November 13, 2017
PARIS — Further evidence that exercise may play a positive role in multiple sclerosis (MS) has come from a novel study of brain network connectivity.
"We have shown that after just 3 months of including a moderate aerobic exercise program into their schedules, MS patients had both functional and structural reorganization of brain networks. This is supportive of the idea that there is a role for exercise as a therapeutic intervention in MS," lead study author, Jan-Patrick Stellmann, MD, University of Hamburg, Germany, told Medscape Medical News.
The study was presented at the 7th Joint European Committee for Treatment and Research in Multiple Sclerosis-Americas Committee for Treatment and Research in Multiple Sclerosis (ECTRIMS-ACTRIMS) 2017 meeting.
Dr Stellmann noted that aerobic exercise is thought to improve mobility, fatigue, depression and cognition and to promote neuroprotective and neurodegenerative mechanisms in MS.
"Our study is looking at how this may occur in the brain. We believe this is a feasible approach to monitor the effects of exercise and maybe other interventions on the brain. Changes in connectivity in brain networks might be a suitable surrogate endpoint for a clinical outcome."
He added: "This was a mechanistic study to investigate how far an exercise intervention might influence the organization of the brain network of MS patients. We found that just after 3 months the connectivity — how well the nodes of the brain network are connected to each other — increases, and this is observed for the structure as well as the function. The main conclusion is that exercise might repair or improve connectivity in brain of MS patients."
The study involved 57 patients with relapsing-remitting MS (RRMS) (69% female; mean age, 39 years; median Expanded Disability Status Scale score, 1.5) who were randomly assigned 1:1 to a waitlist control group (n = 27) or a supervised and individualized aerobic exercise program (n = 30). There was also a healthy controls reference group, but these persons did not participate in the exercise program.
The exercise group engaged in two or three weekly exercise sessions (a median of 22 sessions of 20 to 40 minutes' duration over 3 months) in the form of individualized training. All patients underwent baseline training with a fitness instructor, who developed a medium-intensity personal training plan for each patient to increase stepwise over the 3-month period.
The primary endpoint of the study was cognitive function, with patients undergoing cognitive testing at baseline and after 3 months. This testing showed no difference between the two groups.
Dr Stellmann pointed out that the patients included did not have much cognitive impairment at baseline, "so it was perhaps unrealistic to expect much change in just 3 months."
All patients also underwent regular and functional MRI of the brain at baseline and at 3 months, with particular focus on brain networks.
"We know the brain is organized as a network with different regions within the cortex or gray matter interconnected by fibers," Dr Stellmann explained. "We reconstructed a computational model of these structural networks to measure physical and structural connectivity showing how the regions work together."
This was done based on wavelet correlations from the BOLD time series, and mean fractional anisotropy of tracks derived from probabilistic tractography for structural networks was used.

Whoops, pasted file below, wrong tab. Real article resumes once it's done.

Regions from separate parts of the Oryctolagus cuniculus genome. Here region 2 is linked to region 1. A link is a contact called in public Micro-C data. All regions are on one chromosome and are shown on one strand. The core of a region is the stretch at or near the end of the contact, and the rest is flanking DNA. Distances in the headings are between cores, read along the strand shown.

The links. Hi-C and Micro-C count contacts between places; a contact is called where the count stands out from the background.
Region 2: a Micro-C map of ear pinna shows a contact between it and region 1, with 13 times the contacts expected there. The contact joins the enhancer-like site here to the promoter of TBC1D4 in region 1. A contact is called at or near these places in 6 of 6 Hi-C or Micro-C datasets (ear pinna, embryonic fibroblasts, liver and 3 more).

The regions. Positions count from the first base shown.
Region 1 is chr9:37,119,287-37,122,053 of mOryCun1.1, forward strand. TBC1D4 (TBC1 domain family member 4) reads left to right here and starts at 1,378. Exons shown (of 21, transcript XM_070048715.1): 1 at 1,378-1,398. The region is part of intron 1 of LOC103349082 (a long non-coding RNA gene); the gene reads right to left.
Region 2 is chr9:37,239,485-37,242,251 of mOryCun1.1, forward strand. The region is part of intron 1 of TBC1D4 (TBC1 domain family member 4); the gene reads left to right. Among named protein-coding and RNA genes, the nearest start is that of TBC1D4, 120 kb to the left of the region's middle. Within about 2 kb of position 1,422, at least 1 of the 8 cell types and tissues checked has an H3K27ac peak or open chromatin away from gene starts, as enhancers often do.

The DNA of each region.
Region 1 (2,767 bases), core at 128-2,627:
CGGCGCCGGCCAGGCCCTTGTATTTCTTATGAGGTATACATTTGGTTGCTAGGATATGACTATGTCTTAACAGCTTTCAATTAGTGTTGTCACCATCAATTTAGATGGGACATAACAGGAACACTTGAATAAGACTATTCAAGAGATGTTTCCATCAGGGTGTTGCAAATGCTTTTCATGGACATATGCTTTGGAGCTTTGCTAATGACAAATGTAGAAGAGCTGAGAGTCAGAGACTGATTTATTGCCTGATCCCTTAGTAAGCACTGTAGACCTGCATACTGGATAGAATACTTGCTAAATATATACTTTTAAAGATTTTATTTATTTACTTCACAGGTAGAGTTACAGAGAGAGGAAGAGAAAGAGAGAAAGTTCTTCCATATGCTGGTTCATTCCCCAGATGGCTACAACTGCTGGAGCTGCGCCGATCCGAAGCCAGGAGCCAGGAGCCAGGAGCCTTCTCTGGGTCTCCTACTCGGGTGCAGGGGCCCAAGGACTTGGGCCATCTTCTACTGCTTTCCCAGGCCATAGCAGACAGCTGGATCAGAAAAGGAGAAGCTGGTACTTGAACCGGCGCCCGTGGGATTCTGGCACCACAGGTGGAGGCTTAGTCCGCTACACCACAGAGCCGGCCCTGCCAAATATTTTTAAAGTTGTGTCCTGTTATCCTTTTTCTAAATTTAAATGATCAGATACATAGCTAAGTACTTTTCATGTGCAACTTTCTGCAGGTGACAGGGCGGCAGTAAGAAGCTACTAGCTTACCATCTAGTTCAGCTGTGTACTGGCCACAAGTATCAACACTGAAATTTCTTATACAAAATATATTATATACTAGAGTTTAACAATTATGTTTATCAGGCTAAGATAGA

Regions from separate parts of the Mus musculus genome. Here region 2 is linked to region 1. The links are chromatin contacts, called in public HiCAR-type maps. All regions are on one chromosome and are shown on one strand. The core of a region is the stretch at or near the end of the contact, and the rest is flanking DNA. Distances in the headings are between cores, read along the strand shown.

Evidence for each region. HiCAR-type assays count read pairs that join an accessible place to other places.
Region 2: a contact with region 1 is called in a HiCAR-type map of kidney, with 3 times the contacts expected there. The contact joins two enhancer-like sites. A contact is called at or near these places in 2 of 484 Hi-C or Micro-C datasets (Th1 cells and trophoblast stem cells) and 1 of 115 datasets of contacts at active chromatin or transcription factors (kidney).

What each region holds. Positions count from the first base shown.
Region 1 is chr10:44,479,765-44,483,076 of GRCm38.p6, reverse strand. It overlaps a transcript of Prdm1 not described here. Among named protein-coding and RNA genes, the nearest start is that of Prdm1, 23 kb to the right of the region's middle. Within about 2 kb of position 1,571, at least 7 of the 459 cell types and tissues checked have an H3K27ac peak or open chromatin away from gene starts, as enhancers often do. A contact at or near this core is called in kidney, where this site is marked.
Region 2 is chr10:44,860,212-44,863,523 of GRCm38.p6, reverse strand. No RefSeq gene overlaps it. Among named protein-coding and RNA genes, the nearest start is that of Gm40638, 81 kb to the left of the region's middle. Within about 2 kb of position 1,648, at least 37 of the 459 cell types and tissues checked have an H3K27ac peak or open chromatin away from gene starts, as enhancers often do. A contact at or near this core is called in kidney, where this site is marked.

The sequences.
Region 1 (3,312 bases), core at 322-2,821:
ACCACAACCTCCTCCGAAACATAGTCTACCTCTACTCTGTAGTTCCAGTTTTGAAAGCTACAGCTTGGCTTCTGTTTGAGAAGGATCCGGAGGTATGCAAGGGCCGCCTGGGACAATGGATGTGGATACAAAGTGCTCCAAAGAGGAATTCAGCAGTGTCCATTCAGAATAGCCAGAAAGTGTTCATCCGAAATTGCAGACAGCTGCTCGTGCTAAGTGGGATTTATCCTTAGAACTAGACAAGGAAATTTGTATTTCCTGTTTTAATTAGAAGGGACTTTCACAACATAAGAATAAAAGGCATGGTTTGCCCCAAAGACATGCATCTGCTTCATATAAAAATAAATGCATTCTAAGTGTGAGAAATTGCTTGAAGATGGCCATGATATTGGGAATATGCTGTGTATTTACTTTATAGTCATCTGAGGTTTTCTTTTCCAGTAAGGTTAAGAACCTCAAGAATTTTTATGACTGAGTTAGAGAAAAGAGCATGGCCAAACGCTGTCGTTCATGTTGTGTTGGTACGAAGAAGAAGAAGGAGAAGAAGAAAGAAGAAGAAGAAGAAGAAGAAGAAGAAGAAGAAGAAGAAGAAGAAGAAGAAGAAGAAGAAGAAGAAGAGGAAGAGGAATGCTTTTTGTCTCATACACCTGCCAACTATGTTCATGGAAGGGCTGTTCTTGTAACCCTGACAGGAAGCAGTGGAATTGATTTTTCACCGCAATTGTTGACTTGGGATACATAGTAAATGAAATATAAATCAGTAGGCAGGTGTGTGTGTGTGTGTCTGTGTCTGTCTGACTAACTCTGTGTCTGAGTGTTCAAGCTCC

"We have gathered much data on how this network is organized, and we are starting to understand how it is changed in different disease conditions such as epilepsy or schizophrenia and MS," he said.
"This is very preliminary research," he added. "This is the first time this model has been used in a randomized controlled trial. We need further data to see how specific and sensitive it is for changes, and if it is a marker for neurodegeneration or neurorepair."
The researchers' results showed that compared with healthy controls, "the brain network was heavily reorganized in MS patients, with a loss of structural connectivity in several regions of the brain, but increased functional connectivity," he said. "It appears that MS patients try to compensate for this structural reorganization by having higher functional connectivity — they work harder to try and make up for the structural changes."
After 3 months, the waiting group showed a decrease in functional connectivity (P = .018) pronounced in hubs, while functional connectivity increased in the exercise group globally (P = .002).
The researchers observed a similar effect in structural connectomes, Dr Stellman said. "The waiting group remained unchanged after 3 months and the exercise group showed a globally increased structural connectivity (P = .002)," he said. "Moreover, we observed an increased clustering (ie, higher local connectivity) in the exercise group within 3 months (P < .001), again predominantly in hub regions."
He said the next step is to investigate longitudinal changes for these networks: How do patients with MS behave over time? "We also need to establish links to clinical parameters, such as cognitive performance, real-life mobility, or quality of life."
The study was included in a summary of clinical highlights of the ECTRIMS/ACRTIMS meeting. In the summary, Robert Fox, MD, Cleveland Clinic, Ohio, said, "Unfortunately the primary outcome in this study was not met — there was no effect on learning and memory tests — but we did learn about some innovative imaging methodologies to try and understand how exercise may have an impact on the brain."
Exercise Linked to Improved Brain Connectivity in MS - Medscape - Nov 13, 2017.